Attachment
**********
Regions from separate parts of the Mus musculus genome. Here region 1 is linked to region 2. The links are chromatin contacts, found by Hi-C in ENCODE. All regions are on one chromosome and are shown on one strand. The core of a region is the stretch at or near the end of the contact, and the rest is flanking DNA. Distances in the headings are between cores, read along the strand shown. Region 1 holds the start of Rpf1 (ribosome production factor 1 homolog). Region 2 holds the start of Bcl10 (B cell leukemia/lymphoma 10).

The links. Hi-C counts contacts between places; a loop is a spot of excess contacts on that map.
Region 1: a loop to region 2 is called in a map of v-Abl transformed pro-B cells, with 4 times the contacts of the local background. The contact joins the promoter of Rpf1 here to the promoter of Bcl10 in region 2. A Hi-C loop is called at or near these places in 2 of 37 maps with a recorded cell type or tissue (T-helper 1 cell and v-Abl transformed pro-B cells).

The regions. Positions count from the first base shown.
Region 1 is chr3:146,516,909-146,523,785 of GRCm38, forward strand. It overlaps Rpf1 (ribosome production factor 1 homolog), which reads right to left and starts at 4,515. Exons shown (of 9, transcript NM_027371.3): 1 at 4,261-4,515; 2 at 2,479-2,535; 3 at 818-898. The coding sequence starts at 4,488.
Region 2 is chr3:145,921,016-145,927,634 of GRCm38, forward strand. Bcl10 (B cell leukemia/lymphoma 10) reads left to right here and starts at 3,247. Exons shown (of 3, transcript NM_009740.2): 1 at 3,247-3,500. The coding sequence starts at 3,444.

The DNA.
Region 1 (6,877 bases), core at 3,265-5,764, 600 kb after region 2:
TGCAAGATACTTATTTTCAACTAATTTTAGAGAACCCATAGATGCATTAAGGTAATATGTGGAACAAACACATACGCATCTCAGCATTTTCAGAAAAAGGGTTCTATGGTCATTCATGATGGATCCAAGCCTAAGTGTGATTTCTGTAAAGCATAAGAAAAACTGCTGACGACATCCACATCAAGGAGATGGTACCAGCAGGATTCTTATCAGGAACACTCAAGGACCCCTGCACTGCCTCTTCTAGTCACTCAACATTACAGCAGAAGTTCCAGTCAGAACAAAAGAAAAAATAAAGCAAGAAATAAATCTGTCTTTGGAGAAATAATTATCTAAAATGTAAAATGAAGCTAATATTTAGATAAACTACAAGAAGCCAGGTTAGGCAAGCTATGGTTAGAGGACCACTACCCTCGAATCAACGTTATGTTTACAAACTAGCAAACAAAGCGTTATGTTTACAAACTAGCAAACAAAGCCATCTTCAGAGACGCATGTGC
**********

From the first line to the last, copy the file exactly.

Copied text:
Regions from separate parts of the Mus musculus genome. Here region 1 is linked to region 2. The links are chromatin contacts, found by Hi-C in ENCODE. All regions are on one chromosome and are shown on one strand. The core of a region is the stretch at or near the end of the contact, and the rest is flanking DNA. Distances in the headings are between cores, read along the strand shown. Region 1 holds the start of Rpf1 (ribosome production factor 1 homolog). Region 2 holds the start of Bcl10 (B cell leukemia/lymphoma 10).

The links. Hi-C counts contacts between places; a loop is a spot of excess contacts on that map.
Region 1: a loop to region 2 is called in a map of v-Abl transformed pro-B cells, with 4 times the contacts of the local background. The contact joins the promoter of Rpf1 here to the promoter of Bcl10 in region 2. A Hi-C loop is called at or near these places in 2 of 37 maps with a recorded cell type or tissue (T-helper 1 cell and v-Abl transformed pro-B cells).

The regions. Positions count from the first base shown.
Region 1 is chr3:146,516,909-146,523,785 of GRCm38, forward strand. It overlaps Rpf1 (ribosome production factor 1 homolog), which reads right to left and starts at 4,515. Exons shown (of 9, transcript NM_027371.3): 1 at 4,261-4,515; 2 at 2,479-2,535; 3 at 818-898. The coding sequence starts at 4,488.
Region 2 is chr3:145,921,016-145,927,634 of GRCm38, forward strand. Bcl10 (B cell leukemia/lymphoma 10) reads left to right here and starts at 3,247. Exons shown (of 3, transcript NM_009740.2): 1 at 3,247-3,500. The coding sequence starts at 3,444.

The DNA.
Region 1 (6,877 bases), core at 3,265-5,764, 600 kb after region 2:
TGCAAGATACTTATTTTCAACTAATTTTAGAGAACCCATAGATGCATTAAGGTAATATGTGGAACAAACACATACGCATCTCAGCATTTTCAGAAAAAGGGTTCTATGGTCATTCATGATGGATCCAAGCCTAAGTGTGATTTCTGTAAAGCATAAGAAAAACTGCTGACGACATCCACATCAAGGAGATGGTACCAGCAGGATTCTTATCAGGAACACTCAAGGACCCCTGCACTGCCTCTTCTAGTCACTCAACATTACAGCAGAAGTTCCAGTCAGAACAAAAGAAAAAATAAAGCAAGAAATAAATCTGTCTTTGGAGAAATAATTATCTAAAATGTAAAATGAAGCTAATATTTAGATAAACTACAAGAAGCCAGGTTAGGCAAGCTATGGTTAGAGGACCACTACCCTCGAATCAACGTTATGTTTACAAACTAGCAAACAAAGCGTTATGTTTACAAACTAGCAAACAAAGCCATCTTCAGAGACGCATGTGC